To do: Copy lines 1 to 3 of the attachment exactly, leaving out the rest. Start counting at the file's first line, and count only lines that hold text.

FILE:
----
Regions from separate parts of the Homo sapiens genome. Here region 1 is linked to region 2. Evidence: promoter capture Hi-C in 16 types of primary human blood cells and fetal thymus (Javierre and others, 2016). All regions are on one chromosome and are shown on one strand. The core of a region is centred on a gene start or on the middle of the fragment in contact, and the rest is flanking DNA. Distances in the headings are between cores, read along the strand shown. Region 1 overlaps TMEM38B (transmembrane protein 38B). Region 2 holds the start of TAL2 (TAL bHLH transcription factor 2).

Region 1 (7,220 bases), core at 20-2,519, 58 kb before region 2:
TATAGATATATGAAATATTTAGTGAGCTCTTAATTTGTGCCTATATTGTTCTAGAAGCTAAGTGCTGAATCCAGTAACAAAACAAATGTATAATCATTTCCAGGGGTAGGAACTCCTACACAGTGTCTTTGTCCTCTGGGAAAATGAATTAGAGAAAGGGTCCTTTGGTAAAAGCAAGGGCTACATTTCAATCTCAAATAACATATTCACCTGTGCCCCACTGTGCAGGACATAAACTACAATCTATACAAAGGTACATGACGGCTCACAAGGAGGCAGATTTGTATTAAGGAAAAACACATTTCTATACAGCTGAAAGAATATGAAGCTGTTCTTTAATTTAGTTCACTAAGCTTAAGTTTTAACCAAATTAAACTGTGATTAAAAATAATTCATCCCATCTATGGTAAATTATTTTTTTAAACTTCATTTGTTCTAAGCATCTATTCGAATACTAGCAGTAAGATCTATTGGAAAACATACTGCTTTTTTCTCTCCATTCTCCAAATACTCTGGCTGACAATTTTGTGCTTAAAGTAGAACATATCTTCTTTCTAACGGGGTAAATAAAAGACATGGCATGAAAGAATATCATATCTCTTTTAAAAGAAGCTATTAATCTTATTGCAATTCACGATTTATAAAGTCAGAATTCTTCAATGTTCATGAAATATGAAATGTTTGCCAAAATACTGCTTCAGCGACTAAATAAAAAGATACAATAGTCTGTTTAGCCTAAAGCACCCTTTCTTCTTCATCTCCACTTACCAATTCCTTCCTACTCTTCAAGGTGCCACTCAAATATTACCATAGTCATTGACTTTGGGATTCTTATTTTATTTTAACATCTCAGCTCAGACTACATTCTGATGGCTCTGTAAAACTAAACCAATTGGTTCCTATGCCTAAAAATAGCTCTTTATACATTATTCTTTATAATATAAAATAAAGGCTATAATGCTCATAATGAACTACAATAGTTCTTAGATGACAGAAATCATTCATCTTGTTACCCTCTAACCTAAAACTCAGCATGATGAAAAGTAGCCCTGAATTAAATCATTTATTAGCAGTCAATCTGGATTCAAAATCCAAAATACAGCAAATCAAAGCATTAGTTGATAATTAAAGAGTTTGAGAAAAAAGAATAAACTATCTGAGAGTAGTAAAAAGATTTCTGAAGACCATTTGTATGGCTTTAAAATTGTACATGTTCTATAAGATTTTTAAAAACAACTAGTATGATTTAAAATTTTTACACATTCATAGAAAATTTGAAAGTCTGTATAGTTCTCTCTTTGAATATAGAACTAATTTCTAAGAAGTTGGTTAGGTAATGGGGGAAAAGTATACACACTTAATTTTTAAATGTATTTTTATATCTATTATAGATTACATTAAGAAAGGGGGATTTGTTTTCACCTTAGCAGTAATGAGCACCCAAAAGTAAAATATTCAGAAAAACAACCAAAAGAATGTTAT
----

Regions from separate parts of the Homo sapiens genome. Here region 1 is linked to region 2. Evidence: promoter capture Hi-C in 16 types of primary human blood cells and fetal thymus (Javierre and others, 2016). All regions are on one chromosome and are shown on one strand. The core of a region is centred on a gene start or on the middle of the fragment in contact, and the rest is flanking DNA. Distances in the headings are between cores, read along the strand shown. Region 1 overlaps TMEM38B (transmembrane protein 38B). Region 2 holds the start of TAL2 (TAL bHLH transcription factor 2).

Region 1 (7,220 bases), core at 20-2,519, 58 kb before region 2:
TATAGATATATGAAATATTTAGTGAGCTCTTAATTTGTGCCTATATTGTTCTAGAAGCTAAGTGCTGAATCCAGTAACAAAACAAATGTATAATCATTTCCAGGGGTAGGAACTCCTACACAGTGTCTTTGTCCTCTGGGAAAATGAATTAGAGAAAGGGTCCTTTGGTAAAAGCAAGGGCTACATTTCAATCTCAAATAACATATTCACCTGTGCCCCACTGTGCAGGACATAAACTACAATCTATACAAAGGTACATGACGGCTCACAAGGAGGCAGATTTGTATTAAGGAAAAACACATTTCTATACAGCTGAAAGAATATGAAGCTGTTCTTTAATTTAGTTCACTAAGCTTAAGTTTTAACCAAATTAAACTGTGATTAAAAATAATTCATCCCATCTATGGTAAATTATTTTTTTAAACTTCATTTGTTCTAAGCATCTATTCGAATACTAGCAGTAAGATCTATTGGAAAACATACTGCTTTTTTCTCTCCATTCTCCAAATACTCTGGCTGACAATTTTGTGCTTAAAGTAGAACATATCTTCTTTCTAACGGGGTAAATAAAAGACATGGCATGAAAGAATATCATATCTCTTTTAAAAGAAGCTATTAATCTTATTGCAATTCACGATTTATAAAGTCAGAATTCTTCAATGTTCATGAAATATGAAATGTTTGCCAAAATACTGCTTCAGCGACTAAATAAAAAGATACAATAGTCTGTTTAGCCTAAAGCACCCTTTCTTCTTCATCTCCACTTACCAATTCCTTCCTACTCTTCAAGGTGCCACTCAAATATTACCATAGTCATTGACTTTGGGATTCTTATTTTATTTTAACATCTCAGCTCAGACTACATTCTGATGGCTCTGTAAAACTAAACCAATTGGTTCCTATGCCTAAAAATAGCTCTTTATACATTATTCTTTATAATATAAAATAAAGGCTATAATGCTCATAATGAACTACAATAGTTCTTAGATGACAGAAATCATTCATCTTGTTACCCTCTAACCTAAAACTCAGCATGATGAAAAGTAGCCCTGAATTAAATCATTTATTAGCAGTCAATCTGGATTCAAAATCCAAAATACAGCAAATCAAAGCATTAGTTGATAATTAAAGAGTTTGAGAAAAAAGAATAAACTATCTGAGAGTAGTAAAAAGATTTCTGAAGACCATTTGTATGGCTTTAAAATTGTACATGTTCTATAAGATTTTTAAAAACAACTAGTATGATTTAAAATTTTTACACATTCATAGAAAATTTGAAAGTCTGTATAGTTCTCTCTTTGAATATAGAACTAATTTCTAAGAAGTTGGTTAGGTAATGGGGGAAAAGTATACACACTTAATTTTTAAATGTATTTTTATATCTATTATAGATTACATTAAGAAAGGGGGATTTGTTTTCACCTTAGCAGTAATGAGCACCCAAAAGTAAAATATTCAGAAAAACAACCAAAAGAATGTTAT